Lots of Christians feel the world around them is becoming progressively more evil, but how would we feel about praying this prayer in Church? “We acknowledge and bewail our manifold sins and wickedness, Which we…most grievously have committed, By thought, word and deed, Against thy Divine Majesty, Provoking most justly thy wrath and indignation against us. We do earnestly repent, And are heartily sorry for these our misdoings; The remembrance of them is grievous unto us; The burden of them is intolerable.” (General Confession Book of Common Prayer 1662). It is impossible to imagine the average Evangelical or Pentecostal congregation of today embracing this sort of language in prayer or in song. Have we outgrown a legalism and unhealthy fear of God suffered by previous generations because we have advanced in our grasp of the gospel? Or are we missing something of great value? Scanning the scriptures and the history of revivals will tell us.
The Burden of Sin in Bible and Revival
Here are a few scriptures which speak of the impact of exposed sin on a guilty conscience; “For when I kept silent, my bones wasted away through my groaning all day long.4 For day and night your hand was heavy upon me; my strength was dried up as by the heat of summer. 5 I acknowledged my sin to you, and I did not cover my iniquity; I said, “I will confess my transgressions to the Lord,” and you forgave the iniquity of my sin.” (Ps 32:3-5); “I saw the Lord sitting upon a throne, high and lifted up; and the train of his robe filled the temple…. And I said: “Woe is me! For I am lost; for I am a man of unclean lips, and I dwell in the midst of a people of unclean lips; for my eyes have seen the King, the Lord of hosts!”” (Isaiah 6:1, 5); “the people of Israel assembled with fasting and in sackcloth, and with earth on their heads.” (Neh 9:1). Then in the New Testament; convicted of unbelief, “Simon Peter…fell down at Jesus’ knees, saying, “Depart from me, for I am a sinful man, O Lord.”” (Luke 5:8); and Jesus commends the attitude of “the tax collector, standing far off, would not even lift up his eyes to heaven, but beat his breast, saying, ‘God, be merciful to me, a sinner!’” (Luke 18:13). These manifestations are not histrionic but in proportion to the gravity of sin before God.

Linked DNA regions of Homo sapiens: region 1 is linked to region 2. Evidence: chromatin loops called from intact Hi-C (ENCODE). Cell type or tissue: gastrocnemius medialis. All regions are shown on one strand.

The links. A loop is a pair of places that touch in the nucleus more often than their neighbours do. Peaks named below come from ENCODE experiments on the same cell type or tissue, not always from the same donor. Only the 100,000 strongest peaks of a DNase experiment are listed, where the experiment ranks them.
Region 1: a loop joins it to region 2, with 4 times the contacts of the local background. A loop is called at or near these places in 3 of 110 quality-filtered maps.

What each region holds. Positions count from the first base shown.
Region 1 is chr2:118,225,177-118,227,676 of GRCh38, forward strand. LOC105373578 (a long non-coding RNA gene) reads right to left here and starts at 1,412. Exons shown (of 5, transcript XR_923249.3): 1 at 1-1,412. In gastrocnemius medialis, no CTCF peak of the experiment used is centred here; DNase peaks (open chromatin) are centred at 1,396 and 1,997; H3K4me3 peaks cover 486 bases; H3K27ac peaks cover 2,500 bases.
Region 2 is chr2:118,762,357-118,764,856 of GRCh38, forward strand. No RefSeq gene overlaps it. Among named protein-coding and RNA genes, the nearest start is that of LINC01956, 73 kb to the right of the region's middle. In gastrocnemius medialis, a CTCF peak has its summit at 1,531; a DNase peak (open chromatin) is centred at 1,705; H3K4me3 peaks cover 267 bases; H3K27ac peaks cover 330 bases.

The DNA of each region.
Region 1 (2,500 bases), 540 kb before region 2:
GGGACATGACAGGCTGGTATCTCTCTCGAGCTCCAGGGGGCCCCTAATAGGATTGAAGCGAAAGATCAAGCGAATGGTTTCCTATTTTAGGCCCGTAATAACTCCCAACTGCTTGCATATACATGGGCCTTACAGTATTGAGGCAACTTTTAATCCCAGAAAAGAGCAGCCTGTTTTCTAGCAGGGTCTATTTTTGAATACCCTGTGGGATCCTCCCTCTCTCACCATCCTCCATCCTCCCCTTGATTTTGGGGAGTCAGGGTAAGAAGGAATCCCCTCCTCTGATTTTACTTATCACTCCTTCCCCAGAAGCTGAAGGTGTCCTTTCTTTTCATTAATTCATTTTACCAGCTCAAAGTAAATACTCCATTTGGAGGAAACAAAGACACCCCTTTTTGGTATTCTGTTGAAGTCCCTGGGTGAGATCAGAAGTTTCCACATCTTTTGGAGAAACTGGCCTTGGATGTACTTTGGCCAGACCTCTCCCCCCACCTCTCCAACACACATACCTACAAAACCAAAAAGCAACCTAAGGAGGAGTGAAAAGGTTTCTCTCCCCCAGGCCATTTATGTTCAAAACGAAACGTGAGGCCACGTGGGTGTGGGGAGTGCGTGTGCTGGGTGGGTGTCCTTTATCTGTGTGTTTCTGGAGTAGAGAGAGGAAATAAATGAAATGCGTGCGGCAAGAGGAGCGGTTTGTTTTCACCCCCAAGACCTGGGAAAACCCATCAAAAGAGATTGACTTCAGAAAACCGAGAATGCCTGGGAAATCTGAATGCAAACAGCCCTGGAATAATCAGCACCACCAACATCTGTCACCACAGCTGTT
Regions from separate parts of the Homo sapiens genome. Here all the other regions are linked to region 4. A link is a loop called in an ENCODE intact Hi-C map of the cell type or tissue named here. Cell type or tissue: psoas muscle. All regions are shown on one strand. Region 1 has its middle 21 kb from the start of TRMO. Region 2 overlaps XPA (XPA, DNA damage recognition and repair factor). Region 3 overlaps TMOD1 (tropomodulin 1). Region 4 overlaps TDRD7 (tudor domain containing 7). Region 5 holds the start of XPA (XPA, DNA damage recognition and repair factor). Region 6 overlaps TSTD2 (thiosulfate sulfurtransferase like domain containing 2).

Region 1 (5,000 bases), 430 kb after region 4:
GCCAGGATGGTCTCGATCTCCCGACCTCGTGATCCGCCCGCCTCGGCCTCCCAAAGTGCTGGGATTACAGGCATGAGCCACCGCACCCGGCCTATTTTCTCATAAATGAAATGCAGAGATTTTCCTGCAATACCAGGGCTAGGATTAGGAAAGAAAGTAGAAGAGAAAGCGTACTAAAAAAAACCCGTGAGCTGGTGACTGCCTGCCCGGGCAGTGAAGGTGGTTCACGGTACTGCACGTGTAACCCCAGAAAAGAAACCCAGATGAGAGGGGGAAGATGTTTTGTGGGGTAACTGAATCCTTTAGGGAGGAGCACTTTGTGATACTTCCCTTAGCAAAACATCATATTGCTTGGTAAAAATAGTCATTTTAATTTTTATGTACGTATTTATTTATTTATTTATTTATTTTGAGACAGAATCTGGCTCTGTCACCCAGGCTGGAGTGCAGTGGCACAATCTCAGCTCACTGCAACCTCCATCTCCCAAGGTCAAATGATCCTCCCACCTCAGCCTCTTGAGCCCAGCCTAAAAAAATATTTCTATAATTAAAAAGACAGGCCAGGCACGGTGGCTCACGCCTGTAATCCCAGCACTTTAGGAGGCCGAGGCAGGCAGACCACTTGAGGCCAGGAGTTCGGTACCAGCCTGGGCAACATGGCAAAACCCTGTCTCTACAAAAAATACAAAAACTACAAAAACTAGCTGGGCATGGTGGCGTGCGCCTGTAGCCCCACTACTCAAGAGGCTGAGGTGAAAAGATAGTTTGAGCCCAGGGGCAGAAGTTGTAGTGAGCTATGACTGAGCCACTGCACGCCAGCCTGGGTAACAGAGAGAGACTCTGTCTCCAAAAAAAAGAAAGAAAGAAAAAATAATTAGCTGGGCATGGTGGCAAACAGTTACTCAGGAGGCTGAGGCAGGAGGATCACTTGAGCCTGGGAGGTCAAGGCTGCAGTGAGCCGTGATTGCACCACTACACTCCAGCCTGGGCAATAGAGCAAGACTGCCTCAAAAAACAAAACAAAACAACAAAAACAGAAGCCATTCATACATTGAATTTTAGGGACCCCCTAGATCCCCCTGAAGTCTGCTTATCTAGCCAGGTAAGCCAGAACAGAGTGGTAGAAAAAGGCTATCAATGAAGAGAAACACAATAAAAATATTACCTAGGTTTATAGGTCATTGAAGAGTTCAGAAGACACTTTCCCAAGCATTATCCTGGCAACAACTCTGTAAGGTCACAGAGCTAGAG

Every famous revival has begun with mourning over sin. Here is a snippet of a more recent move of God. On March 19, 1995 at Wheaton College two students shared what God had recently done in their lives during recent times of revival at their college; “immediately students began to come up to the microphone and confess sin. The confession was deep. It was painful. God really did a work of breaking people.” The service had begun at 7:30 p.m. Sunday. It did not end until 6 a.m. Monday. The “beautiful thing” was that when a person would confess sin, 20 to 50 students would gather around the person and pray for him. Numbers in the meetings soon multiplied and the presence of God was overwhelming; “It was glorious. … It was a foretaste of what heaven is going to be like.”